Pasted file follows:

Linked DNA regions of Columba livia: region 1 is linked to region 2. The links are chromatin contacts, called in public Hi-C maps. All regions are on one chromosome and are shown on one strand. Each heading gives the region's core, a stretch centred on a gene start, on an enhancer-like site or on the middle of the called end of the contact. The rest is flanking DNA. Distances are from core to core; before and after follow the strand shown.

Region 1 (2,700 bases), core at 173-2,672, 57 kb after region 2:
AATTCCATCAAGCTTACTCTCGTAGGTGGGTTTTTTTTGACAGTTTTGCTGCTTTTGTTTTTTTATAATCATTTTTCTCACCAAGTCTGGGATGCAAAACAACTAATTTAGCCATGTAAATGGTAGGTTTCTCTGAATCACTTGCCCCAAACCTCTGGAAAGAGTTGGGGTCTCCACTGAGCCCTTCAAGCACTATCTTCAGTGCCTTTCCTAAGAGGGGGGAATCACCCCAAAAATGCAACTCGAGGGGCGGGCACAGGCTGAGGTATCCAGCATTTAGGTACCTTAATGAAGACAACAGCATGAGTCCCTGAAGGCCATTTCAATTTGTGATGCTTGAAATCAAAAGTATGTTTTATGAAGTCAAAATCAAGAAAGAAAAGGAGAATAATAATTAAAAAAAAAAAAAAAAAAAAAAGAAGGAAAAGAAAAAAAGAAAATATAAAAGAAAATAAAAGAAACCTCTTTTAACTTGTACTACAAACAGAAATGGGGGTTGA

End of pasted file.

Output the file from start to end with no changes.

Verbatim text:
Linked DNA regions of Columba livia: region 1 is linked to region 2. The links are chromatin contacts, called in public Hi-C maps. All regions are on one chromosome and are shown on one strand. Each heading gives the region's core, a stretch centred on a gene start, on an enhancer-like site or on the middle of the called end of the contact. The rest is flanking DNA. Distances are from core to core; before and after follow the strand shown.

Region 1 (2,700 bases), core at 173-2,672, 57 kb after region 2:
AATTCCATCAAGCTTACTCTCGTAGGTGGGTTTTTTTTGACAGTTTTGCTGCTTTTGTTTTTTTATAATCATTTTTCTCACCAAGTCTGGGATGCAAAACAACTAATTTAGCCATGTAAATGGTAGGTTTCTCTGAATCACTTGCCCCAAACCTCTGGAAAGAGTTGGGGTCTCCACTGAGCCCTTCAAGCACTATCTTCAGTGCCTTTCCTAAGAGGGGGGAATCACCCCAAAAATGCAACTCGAGGGGCGGGCACAGGCTGAGGTATCCAGCATTTAGGTACCTTAATGAAGACAACAGCATGAGTCCCTGAAGGCCATTTCAATTTGTGATGCTTGAAATCAAAAGTATGTTTTATGAAGTCAAAATCAAGAAAGAAAAGGAGAATAATAATTAAAAAAAAAAAAAAAAAAAAAAGAAGGAAAAGAAAAAAAGAAAATATAAAAGAAAATAAAAGAAACCTCTTTTAACTTGTACTACAAACAGAAATGGGGGTTGA